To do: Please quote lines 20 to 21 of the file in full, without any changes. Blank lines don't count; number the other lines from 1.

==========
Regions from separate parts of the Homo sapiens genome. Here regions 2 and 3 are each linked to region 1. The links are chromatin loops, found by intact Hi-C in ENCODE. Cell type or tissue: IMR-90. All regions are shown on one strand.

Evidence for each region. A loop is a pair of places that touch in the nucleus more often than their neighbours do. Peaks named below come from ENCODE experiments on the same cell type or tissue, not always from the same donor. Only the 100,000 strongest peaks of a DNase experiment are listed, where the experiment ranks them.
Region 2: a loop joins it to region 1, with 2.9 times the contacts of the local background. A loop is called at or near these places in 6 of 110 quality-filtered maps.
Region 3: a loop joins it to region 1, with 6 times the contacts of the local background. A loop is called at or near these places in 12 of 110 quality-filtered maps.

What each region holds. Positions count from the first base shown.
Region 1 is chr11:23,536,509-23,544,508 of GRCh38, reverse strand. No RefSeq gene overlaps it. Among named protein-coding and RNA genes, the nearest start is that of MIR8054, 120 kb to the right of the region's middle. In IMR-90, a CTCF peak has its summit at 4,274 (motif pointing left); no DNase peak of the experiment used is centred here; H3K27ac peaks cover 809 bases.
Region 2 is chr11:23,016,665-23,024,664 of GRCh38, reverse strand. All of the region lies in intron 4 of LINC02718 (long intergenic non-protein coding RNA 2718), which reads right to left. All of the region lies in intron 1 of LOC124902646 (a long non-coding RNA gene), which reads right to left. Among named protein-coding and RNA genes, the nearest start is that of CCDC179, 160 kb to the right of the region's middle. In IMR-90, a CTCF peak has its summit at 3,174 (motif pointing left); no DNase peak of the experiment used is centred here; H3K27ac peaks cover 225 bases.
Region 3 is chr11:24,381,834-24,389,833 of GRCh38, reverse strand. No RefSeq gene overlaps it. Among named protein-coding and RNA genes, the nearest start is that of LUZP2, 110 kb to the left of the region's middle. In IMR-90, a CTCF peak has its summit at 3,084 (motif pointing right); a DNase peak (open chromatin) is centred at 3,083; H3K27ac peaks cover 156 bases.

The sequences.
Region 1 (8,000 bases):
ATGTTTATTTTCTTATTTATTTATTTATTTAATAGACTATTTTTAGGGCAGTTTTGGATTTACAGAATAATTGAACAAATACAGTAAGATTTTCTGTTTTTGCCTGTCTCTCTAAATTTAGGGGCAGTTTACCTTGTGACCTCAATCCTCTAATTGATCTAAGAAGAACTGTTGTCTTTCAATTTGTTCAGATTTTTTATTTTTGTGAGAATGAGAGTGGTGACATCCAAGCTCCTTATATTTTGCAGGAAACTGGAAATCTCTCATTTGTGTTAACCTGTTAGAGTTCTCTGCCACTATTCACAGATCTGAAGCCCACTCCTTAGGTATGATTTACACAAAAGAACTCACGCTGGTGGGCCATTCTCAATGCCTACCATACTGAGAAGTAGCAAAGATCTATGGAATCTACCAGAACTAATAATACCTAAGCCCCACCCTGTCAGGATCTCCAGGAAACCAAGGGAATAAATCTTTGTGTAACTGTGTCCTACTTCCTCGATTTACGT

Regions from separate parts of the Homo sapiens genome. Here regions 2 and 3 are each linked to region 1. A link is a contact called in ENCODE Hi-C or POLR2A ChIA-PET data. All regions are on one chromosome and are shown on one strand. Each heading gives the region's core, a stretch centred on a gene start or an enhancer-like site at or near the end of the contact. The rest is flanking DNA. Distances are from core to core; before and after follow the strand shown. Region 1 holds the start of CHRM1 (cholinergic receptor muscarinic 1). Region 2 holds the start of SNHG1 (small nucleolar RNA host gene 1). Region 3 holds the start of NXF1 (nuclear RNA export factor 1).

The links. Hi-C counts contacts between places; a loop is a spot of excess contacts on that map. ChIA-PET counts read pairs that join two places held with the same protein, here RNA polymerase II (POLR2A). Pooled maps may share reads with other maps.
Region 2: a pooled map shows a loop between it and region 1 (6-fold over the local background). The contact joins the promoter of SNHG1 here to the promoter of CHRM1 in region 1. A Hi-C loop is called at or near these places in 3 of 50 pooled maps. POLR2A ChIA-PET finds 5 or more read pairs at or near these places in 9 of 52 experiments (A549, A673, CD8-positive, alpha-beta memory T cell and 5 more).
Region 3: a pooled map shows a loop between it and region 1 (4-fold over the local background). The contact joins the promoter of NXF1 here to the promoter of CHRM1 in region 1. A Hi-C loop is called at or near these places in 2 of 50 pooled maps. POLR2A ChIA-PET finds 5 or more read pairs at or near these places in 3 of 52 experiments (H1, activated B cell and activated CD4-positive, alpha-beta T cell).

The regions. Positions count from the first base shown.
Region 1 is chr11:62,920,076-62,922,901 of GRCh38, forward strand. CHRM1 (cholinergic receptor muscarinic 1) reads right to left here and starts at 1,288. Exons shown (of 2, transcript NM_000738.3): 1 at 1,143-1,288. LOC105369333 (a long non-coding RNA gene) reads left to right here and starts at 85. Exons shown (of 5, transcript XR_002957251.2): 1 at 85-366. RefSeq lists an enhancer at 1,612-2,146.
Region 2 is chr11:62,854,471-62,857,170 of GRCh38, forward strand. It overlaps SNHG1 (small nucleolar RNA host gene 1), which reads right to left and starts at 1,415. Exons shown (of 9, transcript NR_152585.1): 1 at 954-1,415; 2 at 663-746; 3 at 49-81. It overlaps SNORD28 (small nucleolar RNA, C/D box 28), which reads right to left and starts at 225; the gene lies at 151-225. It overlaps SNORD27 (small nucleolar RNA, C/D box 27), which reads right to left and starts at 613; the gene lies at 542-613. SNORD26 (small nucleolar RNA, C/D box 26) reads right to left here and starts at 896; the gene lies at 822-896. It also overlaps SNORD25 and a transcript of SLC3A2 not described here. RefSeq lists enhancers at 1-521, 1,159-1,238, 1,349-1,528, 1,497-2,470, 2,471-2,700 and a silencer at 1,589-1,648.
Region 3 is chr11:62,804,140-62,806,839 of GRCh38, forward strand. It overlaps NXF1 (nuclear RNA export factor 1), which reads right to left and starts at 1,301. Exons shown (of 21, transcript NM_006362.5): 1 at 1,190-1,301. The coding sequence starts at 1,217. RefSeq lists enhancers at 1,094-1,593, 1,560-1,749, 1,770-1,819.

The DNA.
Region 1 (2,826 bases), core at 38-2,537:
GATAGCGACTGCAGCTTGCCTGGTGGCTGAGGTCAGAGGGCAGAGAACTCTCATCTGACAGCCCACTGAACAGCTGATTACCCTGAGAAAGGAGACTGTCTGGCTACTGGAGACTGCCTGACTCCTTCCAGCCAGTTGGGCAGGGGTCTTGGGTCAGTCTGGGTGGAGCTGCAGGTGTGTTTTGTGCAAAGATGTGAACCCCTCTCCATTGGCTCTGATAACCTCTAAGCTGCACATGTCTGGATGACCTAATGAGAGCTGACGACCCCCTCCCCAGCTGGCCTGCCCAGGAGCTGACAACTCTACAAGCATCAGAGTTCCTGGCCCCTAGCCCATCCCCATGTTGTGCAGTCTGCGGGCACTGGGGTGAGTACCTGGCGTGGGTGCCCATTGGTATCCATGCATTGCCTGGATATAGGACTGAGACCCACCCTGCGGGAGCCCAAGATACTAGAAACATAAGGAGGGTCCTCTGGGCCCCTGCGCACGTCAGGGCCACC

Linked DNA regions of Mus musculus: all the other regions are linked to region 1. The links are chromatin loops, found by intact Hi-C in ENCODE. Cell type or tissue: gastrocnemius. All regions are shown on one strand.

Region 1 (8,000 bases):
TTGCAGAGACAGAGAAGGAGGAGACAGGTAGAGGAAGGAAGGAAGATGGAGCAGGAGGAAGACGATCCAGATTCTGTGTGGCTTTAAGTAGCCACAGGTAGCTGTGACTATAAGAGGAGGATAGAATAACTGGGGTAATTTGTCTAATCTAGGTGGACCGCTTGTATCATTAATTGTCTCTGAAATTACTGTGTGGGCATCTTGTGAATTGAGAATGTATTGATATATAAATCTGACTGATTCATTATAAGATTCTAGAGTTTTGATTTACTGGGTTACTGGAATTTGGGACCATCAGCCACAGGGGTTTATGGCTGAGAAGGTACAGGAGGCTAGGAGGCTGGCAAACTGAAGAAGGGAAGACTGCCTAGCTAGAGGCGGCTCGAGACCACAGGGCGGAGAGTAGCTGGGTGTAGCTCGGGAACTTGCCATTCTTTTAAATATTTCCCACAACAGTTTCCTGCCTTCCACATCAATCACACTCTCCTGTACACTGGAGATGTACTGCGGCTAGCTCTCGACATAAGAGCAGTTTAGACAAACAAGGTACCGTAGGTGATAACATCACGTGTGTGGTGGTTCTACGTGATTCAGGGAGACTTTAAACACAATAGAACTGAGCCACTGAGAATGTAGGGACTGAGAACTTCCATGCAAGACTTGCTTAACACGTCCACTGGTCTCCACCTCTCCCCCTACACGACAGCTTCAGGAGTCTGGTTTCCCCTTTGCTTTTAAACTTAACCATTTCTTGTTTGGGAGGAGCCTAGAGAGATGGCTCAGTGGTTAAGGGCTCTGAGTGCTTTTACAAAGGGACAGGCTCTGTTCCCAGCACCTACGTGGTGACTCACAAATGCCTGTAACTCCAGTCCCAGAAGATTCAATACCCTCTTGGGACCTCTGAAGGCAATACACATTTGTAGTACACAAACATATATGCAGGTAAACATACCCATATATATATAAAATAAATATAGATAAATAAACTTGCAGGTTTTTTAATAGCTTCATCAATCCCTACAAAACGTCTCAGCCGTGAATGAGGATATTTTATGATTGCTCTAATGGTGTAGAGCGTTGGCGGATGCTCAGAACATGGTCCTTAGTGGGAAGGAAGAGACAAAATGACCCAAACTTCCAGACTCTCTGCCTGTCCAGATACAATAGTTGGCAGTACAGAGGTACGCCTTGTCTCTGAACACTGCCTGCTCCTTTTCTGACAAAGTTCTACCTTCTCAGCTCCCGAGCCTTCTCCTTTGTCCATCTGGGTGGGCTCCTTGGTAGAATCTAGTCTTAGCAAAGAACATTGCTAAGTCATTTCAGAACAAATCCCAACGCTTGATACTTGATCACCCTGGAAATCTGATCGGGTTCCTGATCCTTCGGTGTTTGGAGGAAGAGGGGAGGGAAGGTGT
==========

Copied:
The DNA.
Region 1 (2,826 bases), core at 38-2,537: